Days after the election of a staunchly conservative new pope, predominantly Roman Catholic Spain is set to allow homosexuals to marry and adopt children.
Spaniards celebrate on the steps of the parliament after the vote
Spanish deputies on Thursday approved a government bill allowing homosexuals to marry and adopt children, which if endorsed by the Senate will make it the second European country to do so.
A total of 183 deputies in the Socialist-dominated lower house of parliament voted in favor of the government bill allowing homosexuals to marry and adopt children. 136 were against and six abstained.
The draft legislation, which is expected to take effect in a few months' time pending widely anticipated endorsement by the Senate, gives the same rights and conditions to all legally married couples "be the parties of the same sex or of different sex."
Spain would then become the second European country to allow both gay marriages and adoption of children by gay couples. The Netherlands was the first. Belgium allow same-sex marriages but not adoption.
"Another world is possible"
"Spain is showing that another world is possible," said Socialist party (PSOE) deputy Pedro Zerolo, who has often expressed the wish to become the first gay person to inaugurate the right to marriage in Spain. "The country doesn't just export hams but also ideas and models for society."
The draft legislation amends the Spanish Civil Code to insert the following sentence: "Marriage will meet the same conditions and will have the same effects be the parties of the same sex or of different sex."
Prior to the vote, Socialist Justice Minister Juan Fernando Lopez Aguilar defended the government bill, arguing that it "breaks down the barriers of discrimination which affect the rights and freedoms and notably free choice in the quest for happiness, a fundamental, unwritten right."
The vote was greeted with applause and howls of joy by gay rights activists inside the chamber. They included a gay male couple who brandished a placard saying "Habemus Matrimonium" ('We have a marriage,' in Latin), a reference to "Habemus papam," the words used by the Catholic Church to announce the election of a new pope.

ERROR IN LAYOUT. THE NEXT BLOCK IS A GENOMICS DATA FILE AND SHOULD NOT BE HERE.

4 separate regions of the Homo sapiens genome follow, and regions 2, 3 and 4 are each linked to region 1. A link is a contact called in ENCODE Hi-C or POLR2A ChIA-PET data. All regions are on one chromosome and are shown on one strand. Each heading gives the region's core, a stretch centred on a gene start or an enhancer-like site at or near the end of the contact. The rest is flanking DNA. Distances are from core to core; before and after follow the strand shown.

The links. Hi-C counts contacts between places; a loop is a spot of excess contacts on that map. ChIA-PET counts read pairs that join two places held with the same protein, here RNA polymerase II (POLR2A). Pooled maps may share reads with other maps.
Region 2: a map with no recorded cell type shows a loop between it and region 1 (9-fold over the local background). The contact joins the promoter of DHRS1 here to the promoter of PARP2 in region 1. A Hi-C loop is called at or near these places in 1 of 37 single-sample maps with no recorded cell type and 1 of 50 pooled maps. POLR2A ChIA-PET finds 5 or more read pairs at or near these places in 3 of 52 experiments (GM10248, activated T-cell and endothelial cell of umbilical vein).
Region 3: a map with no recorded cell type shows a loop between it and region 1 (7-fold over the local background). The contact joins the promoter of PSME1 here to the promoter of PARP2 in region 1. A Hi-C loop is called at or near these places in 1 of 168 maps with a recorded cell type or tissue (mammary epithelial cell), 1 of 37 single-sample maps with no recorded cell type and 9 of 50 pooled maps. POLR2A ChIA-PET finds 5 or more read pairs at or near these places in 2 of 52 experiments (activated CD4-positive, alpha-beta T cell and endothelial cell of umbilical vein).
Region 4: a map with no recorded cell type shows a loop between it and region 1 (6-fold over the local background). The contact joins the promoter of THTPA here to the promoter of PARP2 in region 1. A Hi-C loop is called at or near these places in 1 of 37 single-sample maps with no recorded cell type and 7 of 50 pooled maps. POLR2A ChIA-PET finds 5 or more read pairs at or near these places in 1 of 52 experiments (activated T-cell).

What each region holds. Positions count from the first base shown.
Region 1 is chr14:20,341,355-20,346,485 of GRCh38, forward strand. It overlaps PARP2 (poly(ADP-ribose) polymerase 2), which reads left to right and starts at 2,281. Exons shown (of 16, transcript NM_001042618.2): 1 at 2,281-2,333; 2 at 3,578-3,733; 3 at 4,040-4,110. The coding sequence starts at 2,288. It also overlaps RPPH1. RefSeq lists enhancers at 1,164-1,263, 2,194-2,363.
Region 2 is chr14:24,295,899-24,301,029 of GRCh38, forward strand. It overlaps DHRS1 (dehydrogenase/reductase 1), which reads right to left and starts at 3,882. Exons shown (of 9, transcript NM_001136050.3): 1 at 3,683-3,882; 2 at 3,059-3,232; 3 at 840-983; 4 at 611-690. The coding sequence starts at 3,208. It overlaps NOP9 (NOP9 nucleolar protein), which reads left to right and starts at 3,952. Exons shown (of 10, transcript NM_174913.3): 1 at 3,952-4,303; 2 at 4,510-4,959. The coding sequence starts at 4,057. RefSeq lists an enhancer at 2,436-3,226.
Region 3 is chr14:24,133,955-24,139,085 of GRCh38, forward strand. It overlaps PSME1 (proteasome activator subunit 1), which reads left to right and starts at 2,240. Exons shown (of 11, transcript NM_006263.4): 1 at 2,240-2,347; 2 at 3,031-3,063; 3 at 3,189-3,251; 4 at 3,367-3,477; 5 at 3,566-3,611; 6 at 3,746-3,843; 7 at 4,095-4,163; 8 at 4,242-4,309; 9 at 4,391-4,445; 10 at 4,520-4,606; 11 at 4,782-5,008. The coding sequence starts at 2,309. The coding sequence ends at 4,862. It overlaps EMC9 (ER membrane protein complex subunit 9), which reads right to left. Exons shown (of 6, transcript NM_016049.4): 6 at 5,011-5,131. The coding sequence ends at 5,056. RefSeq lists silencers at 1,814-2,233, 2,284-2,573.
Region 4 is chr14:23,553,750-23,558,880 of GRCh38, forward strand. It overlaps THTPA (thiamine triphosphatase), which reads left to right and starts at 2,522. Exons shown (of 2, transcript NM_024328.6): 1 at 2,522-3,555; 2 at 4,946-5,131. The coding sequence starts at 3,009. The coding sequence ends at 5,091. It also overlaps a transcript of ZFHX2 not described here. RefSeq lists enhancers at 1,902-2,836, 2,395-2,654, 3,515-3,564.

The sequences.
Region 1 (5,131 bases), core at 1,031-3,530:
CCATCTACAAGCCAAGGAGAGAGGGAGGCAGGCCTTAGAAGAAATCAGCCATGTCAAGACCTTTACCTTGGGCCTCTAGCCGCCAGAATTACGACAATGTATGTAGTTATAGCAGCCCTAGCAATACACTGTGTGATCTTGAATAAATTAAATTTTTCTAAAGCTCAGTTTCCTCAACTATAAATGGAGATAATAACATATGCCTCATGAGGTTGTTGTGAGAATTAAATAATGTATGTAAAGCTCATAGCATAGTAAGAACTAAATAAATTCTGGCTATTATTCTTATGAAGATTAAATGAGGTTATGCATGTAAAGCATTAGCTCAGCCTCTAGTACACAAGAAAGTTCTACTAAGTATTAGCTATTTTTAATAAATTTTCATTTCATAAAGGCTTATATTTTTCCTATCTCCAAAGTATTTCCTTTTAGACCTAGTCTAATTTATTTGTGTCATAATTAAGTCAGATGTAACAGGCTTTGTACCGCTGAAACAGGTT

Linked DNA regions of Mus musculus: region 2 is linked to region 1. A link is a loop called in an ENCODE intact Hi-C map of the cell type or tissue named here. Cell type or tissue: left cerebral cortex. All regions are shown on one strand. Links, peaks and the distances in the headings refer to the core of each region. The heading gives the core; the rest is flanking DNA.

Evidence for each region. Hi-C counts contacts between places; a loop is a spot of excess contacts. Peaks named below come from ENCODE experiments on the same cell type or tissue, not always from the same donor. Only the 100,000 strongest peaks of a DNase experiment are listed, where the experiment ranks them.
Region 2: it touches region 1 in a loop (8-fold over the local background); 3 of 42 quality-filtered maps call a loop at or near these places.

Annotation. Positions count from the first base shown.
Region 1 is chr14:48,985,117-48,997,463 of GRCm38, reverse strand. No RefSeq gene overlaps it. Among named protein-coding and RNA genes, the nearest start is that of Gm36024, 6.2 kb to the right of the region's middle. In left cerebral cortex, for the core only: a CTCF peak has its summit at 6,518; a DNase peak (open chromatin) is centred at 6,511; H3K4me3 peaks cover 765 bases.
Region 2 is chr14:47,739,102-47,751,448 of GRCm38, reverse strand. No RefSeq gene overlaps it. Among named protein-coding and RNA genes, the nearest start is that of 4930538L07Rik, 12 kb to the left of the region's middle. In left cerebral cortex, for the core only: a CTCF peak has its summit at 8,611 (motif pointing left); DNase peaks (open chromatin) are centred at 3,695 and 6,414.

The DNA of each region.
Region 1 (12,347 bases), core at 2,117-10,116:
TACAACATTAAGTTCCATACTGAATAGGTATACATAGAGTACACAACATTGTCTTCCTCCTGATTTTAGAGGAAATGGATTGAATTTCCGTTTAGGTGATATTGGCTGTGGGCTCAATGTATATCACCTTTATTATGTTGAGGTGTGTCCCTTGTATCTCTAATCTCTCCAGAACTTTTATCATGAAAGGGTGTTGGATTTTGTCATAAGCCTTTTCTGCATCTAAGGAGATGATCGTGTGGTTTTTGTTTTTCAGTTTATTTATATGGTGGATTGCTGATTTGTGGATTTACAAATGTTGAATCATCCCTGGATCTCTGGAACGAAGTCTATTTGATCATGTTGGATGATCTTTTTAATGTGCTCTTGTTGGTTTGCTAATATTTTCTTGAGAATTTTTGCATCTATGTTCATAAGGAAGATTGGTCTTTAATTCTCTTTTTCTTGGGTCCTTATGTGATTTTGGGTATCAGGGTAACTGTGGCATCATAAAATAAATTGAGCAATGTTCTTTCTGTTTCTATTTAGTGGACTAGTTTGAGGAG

Vote slammed by Catholics, other faiths
However the vote was immediately condemned by Spain's powerful Roman Catholic bishops, who called the bill "radically unjust and harmful to the common good." The bill has infuriated the Catholic Church, which in December branded homosexual behavior "intrinsically bad."
"The higher interest of children requires that they not be fabricated in laboratories nor adopted by marriages of same-sex people," the bishops said in their statement Thursday.
On the eve of the vote, representatives of Spain's major religious faiths, except Islam, had unveiled a joint statement signaling their strong opposition to gay marriage.
Addressed to the Spanish parliament, it was signed by the Spanish (Catholic) Episcopal conference, the federation of Jewish communities, the federation of evangelical religious groups and a senior Orthodox Church representative.
"Monogamous heterosexual marriage is part of Judeo-Christian tradition and other religious faiths, and in its basic structure was and remains a fundamental institution in the history of societies of our cultural environment," it said.
"Any change of the institution of marriage requires deep reflection and a vast dialogue and social consensus," it added. Signatories of the statement demanded that the structure of marriage be left unchanged.
"People sleep with who they want"
The Socialist-dominated parliament voted last November to legalize gay marriages from 2005 and give gay couples the right to adopt children.
The Spanish deputies also adopted Thursday a reform of divorce laws which regulates the shared custody of children and accelerates the divorce process, allowing it to be completed in three months in cases of mutual consent.
Jose Luis Rodriguez Zapatero
The late Pope John Paul II in January had condemned as a "permissive morality" initiatives taken by Spanish Prime Minister Jose Luis Rodriguez Zapatero's (photo) government on gay marriage, divorce and the limitation of religious teaching in public schools.
But the only openly practising Catholic in the Zapatero cabinet, Defense Minister Jose Bono, said the church had more important things to worry about than gay marriage.
"People sleep with who they want," he said. "Christ would today be more concerned about the 25,000 children who die each day from hunger in the world and by the deadly wars and breaches of international law."